It came as the mother and baby retailer, which has a store in Falkirk’s Central Retail Park, revealed it is holding last-ditch talks with potential partners as it battles to keep its brand in the UK and had raised £3.2 million from shareholders.
Zelf Hussain at administrator PricewaterhouseCoopers (PwC) said: “It’s with real regret that we have to implement a phased closure of all UK stores. Our focus will be to help employees and keep the stores trading for as long as possible.
“This is a sad moment for a well-known high street name.”
The retailer filed a notice to appoint administrators for the UK division on Monday.
However, it is still holding discussions “to ensure that the group has an ongoing retail presence in the UK”, the company said on Tuesday.
The group is understood to be looking at options which could include finding a partner to keep the Mothercare brand alive online, or a supermarket that has space to sell Mothercare-branded products.
Mothercare said it had raised £3.2 million from a group of existing investors, including its biggest shareholder, sheep farmer and investment banker Richard Griffiths.
In his first remarks since the crisis started on Monday, chairman Clive Whiley said British high streets were facing “a near existential problem” with high rents and customers deciding to shop online.
“Mothercare UK is far from immune to these headwinds,” he said, adding it had been burning through cash.
“It is with deep regret and sadness that we have been unable to avoid the administration,” Mr Whiley added.
Earlier on Tuesday, it was revealed that the company is set to move the pension schemes for its troubled UK business into its profitable parent group.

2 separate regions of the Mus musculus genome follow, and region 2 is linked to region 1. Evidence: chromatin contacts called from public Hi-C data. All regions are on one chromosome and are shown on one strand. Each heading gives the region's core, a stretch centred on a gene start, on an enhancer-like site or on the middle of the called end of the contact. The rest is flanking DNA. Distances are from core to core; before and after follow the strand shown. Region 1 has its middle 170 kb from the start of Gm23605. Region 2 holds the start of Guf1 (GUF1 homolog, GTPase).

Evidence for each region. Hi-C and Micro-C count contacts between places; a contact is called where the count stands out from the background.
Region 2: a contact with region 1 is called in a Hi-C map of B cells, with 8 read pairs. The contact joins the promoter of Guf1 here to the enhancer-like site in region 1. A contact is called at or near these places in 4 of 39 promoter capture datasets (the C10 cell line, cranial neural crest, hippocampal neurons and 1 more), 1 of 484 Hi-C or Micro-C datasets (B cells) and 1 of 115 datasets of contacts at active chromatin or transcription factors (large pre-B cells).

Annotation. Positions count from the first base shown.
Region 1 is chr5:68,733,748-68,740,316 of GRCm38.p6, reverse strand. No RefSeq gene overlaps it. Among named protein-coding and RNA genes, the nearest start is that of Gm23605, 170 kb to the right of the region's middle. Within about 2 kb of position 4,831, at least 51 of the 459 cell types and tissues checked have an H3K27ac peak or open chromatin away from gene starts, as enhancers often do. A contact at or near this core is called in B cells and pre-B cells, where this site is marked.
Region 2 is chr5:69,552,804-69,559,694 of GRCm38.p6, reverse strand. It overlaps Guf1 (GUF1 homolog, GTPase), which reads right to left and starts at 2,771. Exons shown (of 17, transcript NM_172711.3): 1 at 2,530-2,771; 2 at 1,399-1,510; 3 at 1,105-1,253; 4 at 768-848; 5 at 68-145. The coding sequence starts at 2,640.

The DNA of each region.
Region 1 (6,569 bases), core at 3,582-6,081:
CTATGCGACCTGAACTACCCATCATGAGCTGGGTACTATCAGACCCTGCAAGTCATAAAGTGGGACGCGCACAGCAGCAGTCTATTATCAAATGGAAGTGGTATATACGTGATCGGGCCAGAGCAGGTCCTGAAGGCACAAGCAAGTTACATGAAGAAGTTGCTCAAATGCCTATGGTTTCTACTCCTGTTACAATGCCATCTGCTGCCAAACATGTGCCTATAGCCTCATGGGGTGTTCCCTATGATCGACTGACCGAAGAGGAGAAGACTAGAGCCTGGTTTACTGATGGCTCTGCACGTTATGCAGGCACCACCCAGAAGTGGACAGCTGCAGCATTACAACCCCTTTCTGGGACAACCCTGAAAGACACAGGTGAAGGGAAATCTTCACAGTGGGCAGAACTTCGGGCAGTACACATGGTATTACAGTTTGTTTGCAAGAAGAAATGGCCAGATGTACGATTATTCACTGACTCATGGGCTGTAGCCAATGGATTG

The company is understood to be finalising a deal to move the pension schemes of its UK employees from the troubled arm as part of a new funding plan to preserve benefits for its scheme members.
Mothercare is in talks with pension trustees over a potential agreement to move the schemes into the global parent group, which has continued to trade profitably despite its UK woes.
A deal would stop the funds being placed into the UK Pension Protection Fund (PPF).
If the pension schemes enter the industry-funded support system, it could mean significant cuts to future retirement benefits.
The UK’s Pensions Regulator is understood to have been kept informed about the latest developments, which were first reported by Sky News.
The firm has two pension schemes in the UK, which between them have nearly 6,000 members. The schemes had a deficit of £139 million when they were last valued in 2017.
On Monday, Mothercare said it has undertaken a review of the UK business and found that it is “not capable of returning to a level of structural profitability”.
It said the business is therefore unable to satisfy the cash needs of the UK arm and is therefore filing the notice as part of the restructuring and refinancing process.
In the UK, Mothercare had already closed 55 stores over the past year in a desperate bid to keep the business afloat.
A spokesman for The Pensions Regulator said: “We are holding detailed discussions with the scheme trustees, advisers and the PPF to understand the implications of recent developments and to ensure the interests of members are protected to the fullest extent possible. We will not comment further.”